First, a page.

The real winner among Super Bowl ads? Twitter.

Super Bowl Sunday was a big night for Twitter, as it received more commercials mentions than any other social media site. Twitter also received a high volume of tweets from people following the game and commercial breaks, generating 24.1 million tweets.

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    This screenshot captures the last seconds of the "Prom" commercial by Audi, where a teenage boy borrows his father's car and whimsically kisses an attractive classmate. The ad featured the hashtag #BraveryWins.
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Between the commercial breaks and Beyonce’s halftime show, Super Bowl XLVII was a record-breaking night for Twitter.

Matt McGee of Marketing Land writes that Twitter came out on top among social media sites for most mentions during commercials (hat tip to CNET). He counted Twitter being mentioned in 26 of 52 national TV commercials, compared to four mentions for Facebook, one each for YouTube and Instagram, and none for Google+.

“This is a huge change from last year’s Super Bowl, when Twitter and Facebook both tied with only eight mentions out of a total of 59 counted national commercials,” Mr. McGee writes. “So, for Twitter, the change from eight mentions to 26 is a gain of more than 300 percent while Facebook saw a 50 percent drop in mentions.”

Recommended: Top 5 greatest Super Bowl ads

Those ads marketed to Twitter users with a hashtag or logo, including Audi's "Prom" commercial (#braverywins), Wonderful Pistachios' "Get Crackin'" commercial featuring Korean sensation PSY (#crackinstyle), and Tide’s "Miracle Stain" spoof about 49ers icon Joe Montana (#miraclestain).

Facebook received mentions from ads for the Fast & Furious 6, the Hundai Sonata, Taco Bell, and Mercedes-Benz.

McGee explains he started counting after the kickoff until the clock reached 0:00, and he only counted nationally sold commercials — none that were sold and aired by the local affiliate stations because they would be different in each market.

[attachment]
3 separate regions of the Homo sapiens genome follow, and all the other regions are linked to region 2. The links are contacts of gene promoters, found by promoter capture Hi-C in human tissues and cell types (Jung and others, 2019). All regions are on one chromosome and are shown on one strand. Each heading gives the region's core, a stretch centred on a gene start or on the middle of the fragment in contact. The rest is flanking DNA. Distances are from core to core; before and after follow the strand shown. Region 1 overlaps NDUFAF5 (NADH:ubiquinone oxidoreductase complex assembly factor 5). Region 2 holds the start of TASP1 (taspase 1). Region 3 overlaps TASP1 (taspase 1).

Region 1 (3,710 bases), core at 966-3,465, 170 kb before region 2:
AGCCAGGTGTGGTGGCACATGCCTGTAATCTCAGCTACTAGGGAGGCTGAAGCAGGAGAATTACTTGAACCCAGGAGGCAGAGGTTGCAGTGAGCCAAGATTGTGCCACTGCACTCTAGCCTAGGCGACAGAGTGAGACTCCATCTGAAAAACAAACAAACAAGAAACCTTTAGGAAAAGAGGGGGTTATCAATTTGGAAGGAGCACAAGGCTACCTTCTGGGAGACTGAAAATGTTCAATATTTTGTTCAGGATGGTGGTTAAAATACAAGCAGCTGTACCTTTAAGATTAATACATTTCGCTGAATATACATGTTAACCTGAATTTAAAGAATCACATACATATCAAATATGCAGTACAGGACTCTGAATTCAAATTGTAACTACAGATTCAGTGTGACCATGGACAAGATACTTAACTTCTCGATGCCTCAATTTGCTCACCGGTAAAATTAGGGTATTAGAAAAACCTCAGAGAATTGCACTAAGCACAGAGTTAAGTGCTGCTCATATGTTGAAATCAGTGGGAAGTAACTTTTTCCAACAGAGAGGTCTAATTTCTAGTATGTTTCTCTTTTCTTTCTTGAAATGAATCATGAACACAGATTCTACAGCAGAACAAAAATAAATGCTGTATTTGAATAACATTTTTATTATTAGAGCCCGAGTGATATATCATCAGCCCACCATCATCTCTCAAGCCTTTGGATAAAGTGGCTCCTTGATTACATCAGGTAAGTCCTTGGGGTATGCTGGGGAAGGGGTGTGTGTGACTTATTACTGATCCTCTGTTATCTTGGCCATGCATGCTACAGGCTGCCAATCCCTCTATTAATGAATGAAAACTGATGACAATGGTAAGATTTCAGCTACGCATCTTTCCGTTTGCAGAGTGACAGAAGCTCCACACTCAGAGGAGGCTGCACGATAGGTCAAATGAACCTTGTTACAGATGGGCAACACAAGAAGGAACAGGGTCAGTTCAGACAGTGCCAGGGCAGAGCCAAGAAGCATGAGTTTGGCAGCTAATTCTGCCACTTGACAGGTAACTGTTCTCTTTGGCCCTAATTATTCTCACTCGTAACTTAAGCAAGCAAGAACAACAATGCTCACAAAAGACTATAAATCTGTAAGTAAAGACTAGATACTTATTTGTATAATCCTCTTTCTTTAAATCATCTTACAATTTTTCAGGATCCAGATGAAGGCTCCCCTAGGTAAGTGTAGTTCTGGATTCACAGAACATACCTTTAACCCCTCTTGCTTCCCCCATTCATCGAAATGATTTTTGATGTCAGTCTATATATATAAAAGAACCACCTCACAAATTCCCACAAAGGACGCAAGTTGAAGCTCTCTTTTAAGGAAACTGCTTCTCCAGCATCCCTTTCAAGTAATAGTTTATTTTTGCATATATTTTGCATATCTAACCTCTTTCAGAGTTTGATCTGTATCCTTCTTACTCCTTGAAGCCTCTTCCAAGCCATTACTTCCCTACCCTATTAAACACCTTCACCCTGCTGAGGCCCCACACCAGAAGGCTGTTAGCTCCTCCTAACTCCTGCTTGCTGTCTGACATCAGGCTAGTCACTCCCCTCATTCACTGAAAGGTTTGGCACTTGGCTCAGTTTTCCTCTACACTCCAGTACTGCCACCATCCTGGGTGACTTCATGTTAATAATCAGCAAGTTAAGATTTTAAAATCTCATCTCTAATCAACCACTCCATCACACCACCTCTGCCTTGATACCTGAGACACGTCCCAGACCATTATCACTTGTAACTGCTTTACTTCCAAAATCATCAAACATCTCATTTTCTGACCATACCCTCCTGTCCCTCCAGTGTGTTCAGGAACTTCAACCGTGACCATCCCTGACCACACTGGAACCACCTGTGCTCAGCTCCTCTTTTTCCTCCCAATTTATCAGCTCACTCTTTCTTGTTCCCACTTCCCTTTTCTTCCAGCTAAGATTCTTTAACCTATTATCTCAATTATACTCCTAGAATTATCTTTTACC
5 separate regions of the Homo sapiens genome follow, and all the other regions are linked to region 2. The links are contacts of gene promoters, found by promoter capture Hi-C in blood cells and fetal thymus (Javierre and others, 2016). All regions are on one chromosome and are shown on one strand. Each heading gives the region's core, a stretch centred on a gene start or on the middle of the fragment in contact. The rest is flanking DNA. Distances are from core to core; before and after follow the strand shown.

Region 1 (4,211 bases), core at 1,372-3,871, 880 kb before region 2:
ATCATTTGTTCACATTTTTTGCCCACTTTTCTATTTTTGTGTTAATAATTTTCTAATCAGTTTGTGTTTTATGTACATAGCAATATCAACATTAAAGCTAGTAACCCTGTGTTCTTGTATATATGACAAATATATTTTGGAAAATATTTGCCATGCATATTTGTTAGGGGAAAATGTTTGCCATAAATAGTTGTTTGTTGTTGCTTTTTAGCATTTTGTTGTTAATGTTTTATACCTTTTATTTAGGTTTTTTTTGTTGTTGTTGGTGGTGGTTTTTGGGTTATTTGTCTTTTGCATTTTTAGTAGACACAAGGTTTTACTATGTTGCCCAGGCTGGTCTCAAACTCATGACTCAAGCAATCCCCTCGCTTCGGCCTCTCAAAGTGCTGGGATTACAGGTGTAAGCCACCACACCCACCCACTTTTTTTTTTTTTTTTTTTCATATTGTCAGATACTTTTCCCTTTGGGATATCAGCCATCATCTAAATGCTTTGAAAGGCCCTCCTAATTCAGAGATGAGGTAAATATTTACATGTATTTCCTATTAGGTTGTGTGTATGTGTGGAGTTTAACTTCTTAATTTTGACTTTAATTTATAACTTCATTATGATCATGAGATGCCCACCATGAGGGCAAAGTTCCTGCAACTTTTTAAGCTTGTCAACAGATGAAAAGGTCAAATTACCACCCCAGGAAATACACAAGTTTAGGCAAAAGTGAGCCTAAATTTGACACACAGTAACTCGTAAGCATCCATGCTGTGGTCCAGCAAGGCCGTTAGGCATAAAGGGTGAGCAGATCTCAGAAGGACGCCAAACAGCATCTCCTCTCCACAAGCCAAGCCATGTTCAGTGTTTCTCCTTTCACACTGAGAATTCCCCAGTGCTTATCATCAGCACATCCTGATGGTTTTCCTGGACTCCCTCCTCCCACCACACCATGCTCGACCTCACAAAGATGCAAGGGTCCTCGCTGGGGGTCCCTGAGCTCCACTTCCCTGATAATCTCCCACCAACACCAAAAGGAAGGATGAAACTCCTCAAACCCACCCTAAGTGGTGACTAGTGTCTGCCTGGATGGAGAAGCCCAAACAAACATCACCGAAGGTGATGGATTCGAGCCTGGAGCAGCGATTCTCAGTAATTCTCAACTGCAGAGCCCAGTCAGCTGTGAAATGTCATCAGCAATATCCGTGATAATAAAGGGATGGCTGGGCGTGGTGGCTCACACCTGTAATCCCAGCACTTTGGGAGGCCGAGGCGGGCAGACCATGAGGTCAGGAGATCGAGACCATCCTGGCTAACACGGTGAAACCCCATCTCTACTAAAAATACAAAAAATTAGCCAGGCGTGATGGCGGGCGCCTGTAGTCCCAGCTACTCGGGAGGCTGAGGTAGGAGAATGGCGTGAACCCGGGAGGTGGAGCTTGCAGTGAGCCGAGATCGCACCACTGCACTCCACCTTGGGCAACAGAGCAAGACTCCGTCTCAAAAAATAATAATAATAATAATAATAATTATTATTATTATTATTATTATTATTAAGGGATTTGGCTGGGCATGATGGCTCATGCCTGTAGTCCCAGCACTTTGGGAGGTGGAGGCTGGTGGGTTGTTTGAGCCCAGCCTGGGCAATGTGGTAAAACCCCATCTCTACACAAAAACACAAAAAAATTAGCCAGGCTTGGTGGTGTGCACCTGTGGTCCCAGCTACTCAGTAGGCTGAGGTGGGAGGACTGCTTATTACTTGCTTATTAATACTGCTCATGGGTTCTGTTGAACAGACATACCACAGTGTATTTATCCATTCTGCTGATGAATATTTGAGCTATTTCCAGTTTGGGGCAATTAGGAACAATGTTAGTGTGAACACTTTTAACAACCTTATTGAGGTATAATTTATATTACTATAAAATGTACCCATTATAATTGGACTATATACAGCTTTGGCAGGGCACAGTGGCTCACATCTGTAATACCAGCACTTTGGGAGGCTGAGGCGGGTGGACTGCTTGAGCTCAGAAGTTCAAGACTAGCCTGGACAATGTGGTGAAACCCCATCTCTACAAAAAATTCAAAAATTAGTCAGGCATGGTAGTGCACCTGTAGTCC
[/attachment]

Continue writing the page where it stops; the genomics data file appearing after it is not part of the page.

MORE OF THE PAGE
The tally also excludes NFL and CBS ads, as well as the announcers’ shout outs to game sponsors, McGee writes. Iron Man's voiceover, which flashed a Facebook URL on screen, in the third quarter was not counted, nor were Pepsi and Samsung's hashtags during the game.

Twitter’s dominance in social media marketing is more apparent than ever, according to McGee: “This year, brands recognize that Twitter is where they need to try to attract the online conversation around one of the biggest events.”

The Super Bowl generated 24.1 million tweets about the game and the halftime show, the Twitter blog reports. The volume of tweets surpassed the tweet total from the 2012 Super Bowl (13.7 million) by the start of the second half. This excludes the millions of tweets during commercial breaks, which got Doritos trending for its crazed goat and "Fashionista Dad" ads and Go Daddy trending for the awkward kissing scene in its first ad.

Highlights from Twitter

Within the Twitterverse, Beyonce was the real winner with 5.5 million tweets about her halftime performance (#BeyonceBowl was a trending topic throughout the first half of the game). Fans and spectators took to Twitter as they watched the star dance with holograms of herself and her old band mates, Kelly Rowland and Michelle Williams of Destiny’s Child.

The Destiny’s Child reunion was one of the most-tweeted moments with 257,000 tweets per minutes. Beyonce’s “Single Ladies” performance generated 252,500 t.p.m., while the end of the halftime show sparked 268,000 t.p.m.

Unsurprisingly, the power outage received a lot of attention on the social media site with 231,500 t.p.m., according to the Twitter blog. The blackout that delayed the second half lasted nearly 34 minutes, during which several parody accounts popped up. (Many people joked that Beyonce’s explosive performance was to blame.)

Some sponsors launched social ads on Twitter while the power was out. Oreo posted a black-tinted twitpic during the blackout, which reads "you can still dunk in the dark." Tide's Stain Saver twitpic told followers that "We can't get your blackout. But we can get your stains out."

Other highlights include Ravens receiver Jacoby Jones’ 108-yard kickoff return for a touchdown. The return, which ESPN says was 1 yard short of the longest play in NFL history, generated 185,000 t.p.m. 

Twitter recorded 183,000 t.p.m. at the end of the game, 168,000 when Jones caught a 56-yard pass for a Ravens touchdown at the end of the second quarter, and 131,000 t.p.m. for 49ers running back Frank Gore’s touchdown.

Were you on Twitter during the Super Bowl? What was your favorite moment on Twitter? 

For more tech news, follow Steph on Twitter: @stephmsolis

Recommended: Top 5 greatest Super Bowl ads
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